Even now, almost a year into the college admissions scandal, it’s difficult to fathom why rich and famous people brazenly cheat their kids’ way into a Georgetown or USC.

But the case of Michelle Janavs, a.k.a. the Hot Pockets Heiress, just might top them all.

To prosecutors, Janavs was just another ultra-rich parent who wielded her wealth to rig the system at other kids’ expense.

To her lawyers, she’s a sheltered, gullible mother who fell for the siren call of the admissions adviser at the center of the so-called Varsity Blues scandal.

What’s undoubtedly clear is that Janavs is the heir to a great immigrant success story: the Hot Pocket, that crispy on the outside, warm and oozing on the inside microwavable pizza-like culinary convenience that’s been around since the early 1980s.

On Tuesday, Janavs will be sentenced in Boston after pleading guilty to rigging her daughters’ standardized test scores and fraudulently posing one as a beach volleyball recruit to her alma mater, the University of Southern California.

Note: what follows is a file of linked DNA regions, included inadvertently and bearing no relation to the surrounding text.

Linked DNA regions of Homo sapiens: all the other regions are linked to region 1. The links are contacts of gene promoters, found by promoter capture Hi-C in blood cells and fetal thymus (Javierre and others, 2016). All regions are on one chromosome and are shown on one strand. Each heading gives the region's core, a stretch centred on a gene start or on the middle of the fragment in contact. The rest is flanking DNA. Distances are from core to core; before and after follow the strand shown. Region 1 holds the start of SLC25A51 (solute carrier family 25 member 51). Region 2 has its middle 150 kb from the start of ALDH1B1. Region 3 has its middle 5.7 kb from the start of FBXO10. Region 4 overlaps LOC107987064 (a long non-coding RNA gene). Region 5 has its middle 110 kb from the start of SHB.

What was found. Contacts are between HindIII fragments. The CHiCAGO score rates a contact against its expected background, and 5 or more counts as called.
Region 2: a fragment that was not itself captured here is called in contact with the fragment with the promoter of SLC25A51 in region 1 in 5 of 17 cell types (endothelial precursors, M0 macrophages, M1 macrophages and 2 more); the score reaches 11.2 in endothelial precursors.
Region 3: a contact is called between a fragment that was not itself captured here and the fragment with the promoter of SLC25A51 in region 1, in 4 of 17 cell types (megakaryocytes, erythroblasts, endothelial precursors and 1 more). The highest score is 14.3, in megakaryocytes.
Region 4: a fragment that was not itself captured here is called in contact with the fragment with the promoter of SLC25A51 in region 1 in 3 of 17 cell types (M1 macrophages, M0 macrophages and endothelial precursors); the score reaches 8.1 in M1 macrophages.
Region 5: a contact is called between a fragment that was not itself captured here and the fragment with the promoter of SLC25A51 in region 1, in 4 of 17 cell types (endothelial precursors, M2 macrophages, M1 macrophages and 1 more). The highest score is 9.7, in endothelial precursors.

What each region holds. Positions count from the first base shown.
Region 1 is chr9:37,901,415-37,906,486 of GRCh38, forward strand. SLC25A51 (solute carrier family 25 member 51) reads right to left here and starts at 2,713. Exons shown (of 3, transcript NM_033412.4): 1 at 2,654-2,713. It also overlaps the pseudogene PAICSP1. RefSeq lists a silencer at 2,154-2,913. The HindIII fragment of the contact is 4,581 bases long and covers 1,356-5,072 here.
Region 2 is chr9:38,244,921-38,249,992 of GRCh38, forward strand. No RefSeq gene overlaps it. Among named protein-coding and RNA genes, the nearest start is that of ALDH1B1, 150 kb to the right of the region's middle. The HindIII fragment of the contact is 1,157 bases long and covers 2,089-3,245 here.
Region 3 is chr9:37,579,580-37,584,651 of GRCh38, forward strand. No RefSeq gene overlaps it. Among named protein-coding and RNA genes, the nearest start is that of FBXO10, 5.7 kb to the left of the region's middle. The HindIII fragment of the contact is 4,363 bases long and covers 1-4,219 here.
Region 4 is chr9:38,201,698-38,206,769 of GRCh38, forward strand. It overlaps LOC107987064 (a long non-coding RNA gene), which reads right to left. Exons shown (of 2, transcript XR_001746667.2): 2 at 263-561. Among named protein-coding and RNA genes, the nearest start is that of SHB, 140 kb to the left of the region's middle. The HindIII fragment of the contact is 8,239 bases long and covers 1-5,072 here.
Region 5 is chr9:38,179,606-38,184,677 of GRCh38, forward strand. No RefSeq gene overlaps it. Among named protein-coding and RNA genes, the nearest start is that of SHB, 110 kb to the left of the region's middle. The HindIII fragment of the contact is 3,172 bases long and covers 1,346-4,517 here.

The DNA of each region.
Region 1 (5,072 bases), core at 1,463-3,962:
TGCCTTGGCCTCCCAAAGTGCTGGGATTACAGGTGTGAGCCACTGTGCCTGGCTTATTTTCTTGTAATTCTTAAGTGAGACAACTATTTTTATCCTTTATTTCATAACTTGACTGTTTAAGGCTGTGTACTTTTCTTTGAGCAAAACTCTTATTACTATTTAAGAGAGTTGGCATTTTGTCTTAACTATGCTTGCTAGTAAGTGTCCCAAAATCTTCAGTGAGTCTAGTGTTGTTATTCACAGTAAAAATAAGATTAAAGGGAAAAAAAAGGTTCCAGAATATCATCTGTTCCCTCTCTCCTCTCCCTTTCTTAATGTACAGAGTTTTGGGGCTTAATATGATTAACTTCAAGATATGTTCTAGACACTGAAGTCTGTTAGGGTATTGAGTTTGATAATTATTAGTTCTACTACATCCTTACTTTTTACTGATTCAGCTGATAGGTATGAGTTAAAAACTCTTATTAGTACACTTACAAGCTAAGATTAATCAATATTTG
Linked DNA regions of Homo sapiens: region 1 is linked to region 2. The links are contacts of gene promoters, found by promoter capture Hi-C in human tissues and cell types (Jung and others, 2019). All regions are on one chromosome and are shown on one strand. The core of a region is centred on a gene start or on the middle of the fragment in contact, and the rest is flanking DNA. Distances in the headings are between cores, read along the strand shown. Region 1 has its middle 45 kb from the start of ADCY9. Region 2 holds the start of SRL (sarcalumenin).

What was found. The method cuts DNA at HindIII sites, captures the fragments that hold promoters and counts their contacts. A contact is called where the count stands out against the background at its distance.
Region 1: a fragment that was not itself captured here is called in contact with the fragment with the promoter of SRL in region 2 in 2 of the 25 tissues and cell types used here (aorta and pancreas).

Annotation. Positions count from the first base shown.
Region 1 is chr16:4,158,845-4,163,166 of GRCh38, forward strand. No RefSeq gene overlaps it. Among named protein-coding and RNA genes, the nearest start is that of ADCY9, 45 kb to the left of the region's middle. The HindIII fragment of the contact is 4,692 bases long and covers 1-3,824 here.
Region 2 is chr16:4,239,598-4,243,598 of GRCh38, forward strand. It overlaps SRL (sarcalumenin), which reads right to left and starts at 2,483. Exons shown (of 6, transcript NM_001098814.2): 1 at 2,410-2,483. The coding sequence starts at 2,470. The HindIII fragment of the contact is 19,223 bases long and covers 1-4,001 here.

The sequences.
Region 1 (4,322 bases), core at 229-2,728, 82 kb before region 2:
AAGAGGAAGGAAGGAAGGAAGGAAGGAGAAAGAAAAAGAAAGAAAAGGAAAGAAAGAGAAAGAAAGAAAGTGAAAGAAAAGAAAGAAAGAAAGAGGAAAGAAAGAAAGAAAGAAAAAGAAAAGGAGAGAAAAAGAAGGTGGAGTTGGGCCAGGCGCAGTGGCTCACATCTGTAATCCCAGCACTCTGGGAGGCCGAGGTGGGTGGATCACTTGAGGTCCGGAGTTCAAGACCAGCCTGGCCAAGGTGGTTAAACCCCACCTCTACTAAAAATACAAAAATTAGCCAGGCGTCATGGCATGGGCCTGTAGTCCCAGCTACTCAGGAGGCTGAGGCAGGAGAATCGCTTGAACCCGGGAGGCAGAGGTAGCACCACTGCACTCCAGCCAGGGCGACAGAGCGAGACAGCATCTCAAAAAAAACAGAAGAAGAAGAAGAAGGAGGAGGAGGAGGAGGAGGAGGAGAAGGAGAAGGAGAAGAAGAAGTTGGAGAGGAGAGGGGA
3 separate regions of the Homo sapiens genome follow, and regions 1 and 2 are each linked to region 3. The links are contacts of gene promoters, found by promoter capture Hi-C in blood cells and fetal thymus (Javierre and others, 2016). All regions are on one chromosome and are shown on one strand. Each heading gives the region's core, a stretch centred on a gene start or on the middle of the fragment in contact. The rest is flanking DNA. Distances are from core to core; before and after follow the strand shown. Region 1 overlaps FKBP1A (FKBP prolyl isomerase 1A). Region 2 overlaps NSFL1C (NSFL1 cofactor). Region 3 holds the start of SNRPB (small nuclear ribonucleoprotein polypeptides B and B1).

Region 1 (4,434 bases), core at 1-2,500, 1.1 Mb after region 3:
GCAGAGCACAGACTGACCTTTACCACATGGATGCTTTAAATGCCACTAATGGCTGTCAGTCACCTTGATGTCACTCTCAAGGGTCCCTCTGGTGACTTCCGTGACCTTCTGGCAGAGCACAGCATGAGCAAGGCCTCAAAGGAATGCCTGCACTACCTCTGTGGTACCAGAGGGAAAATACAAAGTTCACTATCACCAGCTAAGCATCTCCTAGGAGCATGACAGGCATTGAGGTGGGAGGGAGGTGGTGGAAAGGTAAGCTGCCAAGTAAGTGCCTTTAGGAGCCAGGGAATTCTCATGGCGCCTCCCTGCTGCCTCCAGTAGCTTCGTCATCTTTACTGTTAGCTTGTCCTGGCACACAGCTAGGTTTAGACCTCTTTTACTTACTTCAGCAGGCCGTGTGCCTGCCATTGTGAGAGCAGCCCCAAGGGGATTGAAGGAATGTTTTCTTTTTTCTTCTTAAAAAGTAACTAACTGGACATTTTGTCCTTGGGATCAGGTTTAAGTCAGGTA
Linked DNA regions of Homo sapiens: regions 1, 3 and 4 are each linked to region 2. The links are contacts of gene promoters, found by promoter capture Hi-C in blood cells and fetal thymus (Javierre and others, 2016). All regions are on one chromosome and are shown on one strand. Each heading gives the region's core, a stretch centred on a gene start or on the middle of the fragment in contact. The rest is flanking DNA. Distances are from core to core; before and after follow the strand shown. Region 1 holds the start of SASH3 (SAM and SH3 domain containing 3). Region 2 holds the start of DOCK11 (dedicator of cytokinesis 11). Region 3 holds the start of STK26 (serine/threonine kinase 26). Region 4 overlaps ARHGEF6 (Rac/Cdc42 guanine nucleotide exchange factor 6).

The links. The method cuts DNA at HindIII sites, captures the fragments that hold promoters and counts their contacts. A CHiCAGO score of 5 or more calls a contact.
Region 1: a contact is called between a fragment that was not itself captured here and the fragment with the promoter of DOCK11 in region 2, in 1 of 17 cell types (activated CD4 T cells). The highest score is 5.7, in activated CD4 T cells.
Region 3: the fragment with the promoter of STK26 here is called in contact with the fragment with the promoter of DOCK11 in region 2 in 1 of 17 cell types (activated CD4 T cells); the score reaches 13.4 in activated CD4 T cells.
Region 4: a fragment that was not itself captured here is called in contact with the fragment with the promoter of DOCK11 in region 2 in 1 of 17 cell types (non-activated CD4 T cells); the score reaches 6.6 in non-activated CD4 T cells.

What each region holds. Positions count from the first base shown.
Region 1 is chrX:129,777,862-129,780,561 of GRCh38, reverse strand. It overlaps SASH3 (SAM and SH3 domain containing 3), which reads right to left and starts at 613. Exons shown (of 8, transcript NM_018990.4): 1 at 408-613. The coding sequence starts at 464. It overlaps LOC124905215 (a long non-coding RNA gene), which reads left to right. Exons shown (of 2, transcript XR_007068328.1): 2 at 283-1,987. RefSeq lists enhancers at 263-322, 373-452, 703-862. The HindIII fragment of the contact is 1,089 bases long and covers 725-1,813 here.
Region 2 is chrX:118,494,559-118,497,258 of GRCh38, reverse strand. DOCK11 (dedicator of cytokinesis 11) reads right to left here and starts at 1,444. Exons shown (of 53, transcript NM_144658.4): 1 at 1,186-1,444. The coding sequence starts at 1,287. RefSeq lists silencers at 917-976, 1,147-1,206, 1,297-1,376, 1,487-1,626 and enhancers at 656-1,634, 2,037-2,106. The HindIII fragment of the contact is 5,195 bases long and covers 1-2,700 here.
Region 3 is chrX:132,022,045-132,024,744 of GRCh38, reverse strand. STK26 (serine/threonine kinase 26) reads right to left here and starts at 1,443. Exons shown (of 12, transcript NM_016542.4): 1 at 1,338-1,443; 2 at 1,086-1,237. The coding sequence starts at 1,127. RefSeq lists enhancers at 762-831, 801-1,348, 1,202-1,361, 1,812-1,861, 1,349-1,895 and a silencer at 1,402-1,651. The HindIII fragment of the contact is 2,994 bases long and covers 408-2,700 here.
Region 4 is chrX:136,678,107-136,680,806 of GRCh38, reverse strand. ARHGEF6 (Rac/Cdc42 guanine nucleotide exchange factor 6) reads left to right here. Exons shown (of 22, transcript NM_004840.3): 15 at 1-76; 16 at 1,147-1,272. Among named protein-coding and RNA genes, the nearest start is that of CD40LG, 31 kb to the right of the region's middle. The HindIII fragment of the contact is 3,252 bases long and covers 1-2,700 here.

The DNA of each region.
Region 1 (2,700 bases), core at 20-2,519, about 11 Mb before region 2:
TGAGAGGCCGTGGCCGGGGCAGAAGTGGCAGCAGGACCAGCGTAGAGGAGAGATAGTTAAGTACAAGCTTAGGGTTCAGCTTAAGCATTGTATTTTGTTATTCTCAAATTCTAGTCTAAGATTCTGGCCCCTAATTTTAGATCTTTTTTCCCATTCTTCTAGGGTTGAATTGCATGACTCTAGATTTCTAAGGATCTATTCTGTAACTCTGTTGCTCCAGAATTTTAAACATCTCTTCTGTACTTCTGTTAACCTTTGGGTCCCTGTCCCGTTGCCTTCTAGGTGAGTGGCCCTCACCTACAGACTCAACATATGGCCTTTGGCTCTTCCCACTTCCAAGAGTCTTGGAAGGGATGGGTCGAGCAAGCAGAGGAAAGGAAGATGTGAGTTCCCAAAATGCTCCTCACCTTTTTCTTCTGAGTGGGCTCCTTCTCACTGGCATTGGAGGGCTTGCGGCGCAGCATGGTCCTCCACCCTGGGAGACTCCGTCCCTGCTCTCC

Prosecutors are seeking 21 months in prison, saying she was a repeated and active participant in the scheme.

Her attorneys paint a different picture, arguing for leniency. While the 49-year-old takes “full responsibility for her actions,” imprisoning her won’t have a deterrent effect as “Michelle’s path from well-respected mother and philanthropist to scorned felon is on display for everyone to see,” the lawyers wrote last week.

Since Operation Varsity Blues laid bare the machinations behind admissions -- and, with it, the anxiety of parents rich or not -- one of the most curious aspects is why extraordinarily wealthy people resorted to illegal “side doors” rather than just relying on generous donations to secure spots for their children. Former Pimco Chief Executive Officer Douglas Hodge admitted to paying $850,000. Former TPG executive William McGlashan allegedly paid $50,000. He’s fighting the charges.

They are undoubtedly rich but not in the same realm as the Merage clan, with an estimated net worth of $4 billion, whose circle included people like Goldman Sachs Group Inc.’s Sharmin Mossavar-Rahmani and institutions such as the University of California schools. In 2005, the University of California-Irvine’s business school renamed itself in honor of Janavs’s father after he donated $30 million.

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